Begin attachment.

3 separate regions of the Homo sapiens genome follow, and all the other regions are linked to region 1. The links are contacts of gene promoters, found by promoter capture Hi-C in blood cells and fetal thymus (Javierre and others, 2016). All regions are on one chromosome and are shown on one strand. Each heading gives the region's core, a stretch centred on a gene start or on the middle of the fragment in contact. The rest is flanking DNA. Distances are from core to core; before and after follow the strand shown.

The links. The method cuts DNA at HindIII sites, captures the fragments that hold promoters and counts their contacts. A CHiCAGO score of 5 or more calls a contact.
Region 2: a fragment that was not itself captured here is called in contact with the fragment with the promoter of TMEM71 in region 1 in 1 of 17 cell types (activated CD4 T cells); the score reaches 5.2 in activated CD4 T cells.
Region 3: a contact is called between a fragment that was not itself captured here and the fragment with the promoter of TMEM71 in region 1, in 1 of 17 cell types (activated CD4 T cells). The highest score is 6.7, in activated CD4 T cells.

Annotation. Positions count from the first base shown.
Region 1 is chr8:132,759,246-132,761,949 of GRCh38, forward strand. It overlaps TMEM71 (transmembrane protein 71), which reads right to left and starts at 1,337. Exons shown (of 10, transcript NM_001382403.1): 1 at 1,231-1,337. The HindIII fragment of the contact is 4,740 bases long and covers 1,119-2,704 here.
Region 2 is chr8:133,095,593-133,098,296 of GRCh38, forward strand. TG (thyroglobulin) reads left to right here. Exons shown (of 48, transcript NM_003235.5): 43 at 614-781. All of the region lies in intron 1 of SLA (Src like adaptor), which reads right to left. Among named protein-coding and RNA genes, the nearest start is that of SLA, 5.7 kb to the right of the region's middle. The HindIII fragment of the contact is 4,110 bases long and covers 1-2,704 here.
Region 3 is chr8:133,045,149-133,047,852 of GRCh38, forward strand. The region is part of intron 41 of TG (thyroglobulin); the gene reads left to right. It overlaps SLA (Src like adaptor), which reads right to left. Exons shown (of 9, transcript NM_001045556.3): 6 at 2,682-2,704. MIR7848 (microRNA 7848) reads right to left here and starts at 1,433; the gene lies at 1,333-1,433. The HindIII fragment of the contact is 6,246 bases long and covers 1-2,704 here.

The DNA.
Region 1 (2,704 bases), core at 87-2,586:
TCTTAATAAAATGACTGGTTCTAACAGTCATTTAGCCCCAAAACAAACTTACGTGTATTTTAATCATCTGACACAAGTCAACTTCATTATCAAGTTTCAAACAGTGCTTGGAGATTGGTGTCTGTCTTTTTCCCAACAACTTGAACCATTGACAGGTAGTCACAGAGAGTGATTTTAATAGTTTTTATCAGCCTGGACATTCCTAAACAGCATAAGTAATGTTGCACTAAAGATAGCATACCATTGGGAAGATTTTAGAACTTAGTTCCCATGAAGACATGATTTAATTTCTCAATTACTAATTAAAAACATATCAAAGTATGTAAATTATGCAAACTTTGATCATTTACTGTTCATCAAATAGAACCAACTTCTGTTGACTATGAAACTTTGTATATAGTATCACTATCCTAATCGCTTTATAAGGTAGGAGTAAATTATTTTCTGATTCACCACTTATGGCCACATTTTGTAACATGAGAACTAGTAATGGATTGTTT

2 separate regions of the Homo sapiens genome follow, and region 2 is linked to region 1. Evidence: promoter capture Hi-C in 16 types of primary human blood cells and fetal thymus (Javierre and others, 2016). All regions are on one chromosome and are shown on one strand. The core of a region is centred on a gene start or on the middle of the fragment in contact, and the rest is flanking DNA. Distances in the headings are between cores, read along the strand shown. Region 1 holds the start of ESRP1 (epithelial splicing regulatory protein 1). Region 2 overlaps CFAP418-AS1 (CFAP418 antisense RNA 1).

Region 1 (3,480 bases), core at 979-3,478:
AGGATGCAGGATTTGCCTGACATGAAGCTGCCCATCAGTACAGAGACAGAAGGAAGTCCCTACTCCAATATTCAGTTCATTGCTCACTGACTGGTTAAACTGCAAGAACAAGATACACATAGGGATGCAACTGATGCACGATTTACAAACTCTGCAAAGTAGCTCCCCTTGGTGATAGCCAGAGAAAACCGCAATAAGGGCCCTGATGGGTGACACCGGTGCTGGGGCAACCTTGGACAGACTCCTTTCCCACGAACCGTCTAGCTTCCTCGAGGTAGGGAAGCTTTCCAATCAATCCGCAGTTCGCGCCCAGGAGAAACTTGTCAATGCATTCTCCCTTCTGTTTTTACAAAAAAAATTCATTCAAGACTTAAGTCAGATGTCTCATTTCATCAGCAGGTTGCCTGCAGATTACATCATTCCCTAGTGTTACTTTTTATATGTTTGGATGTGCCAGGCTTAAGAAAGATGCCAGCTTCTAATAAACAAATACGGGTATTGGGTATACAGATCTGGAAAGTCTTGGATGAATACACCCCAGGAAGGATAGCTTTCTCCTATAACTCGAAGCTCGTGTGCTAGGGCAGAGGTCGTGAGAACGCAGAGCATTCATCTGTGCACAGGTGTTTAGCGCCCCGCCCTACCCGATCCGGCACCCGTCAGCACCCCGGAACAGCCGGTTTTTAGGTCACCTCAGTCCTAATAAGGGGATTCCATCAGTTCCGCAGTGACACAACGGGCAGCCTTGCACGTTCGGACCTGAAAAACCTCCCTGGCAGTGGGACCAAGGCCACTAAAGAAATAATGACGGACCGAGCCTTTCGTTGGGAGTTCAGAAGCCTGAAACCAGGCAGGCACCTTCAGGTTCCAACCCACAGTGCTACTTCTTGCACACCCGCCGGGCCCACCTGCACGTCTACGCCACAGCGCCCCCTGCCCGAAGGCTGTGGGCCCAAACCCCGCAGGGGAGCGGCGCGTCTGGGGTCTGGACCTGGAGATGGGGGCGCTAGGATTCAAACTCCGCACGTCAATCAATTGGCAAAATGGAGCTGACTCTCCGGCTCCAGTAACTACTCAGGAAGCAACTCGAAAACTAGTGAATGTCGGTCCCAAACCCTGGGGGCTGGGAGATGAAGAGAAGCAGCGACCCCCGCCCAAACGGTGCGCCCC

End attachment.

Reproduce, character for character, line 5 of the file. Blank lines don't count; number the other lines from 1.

Annotation. Positions count from the first base shown.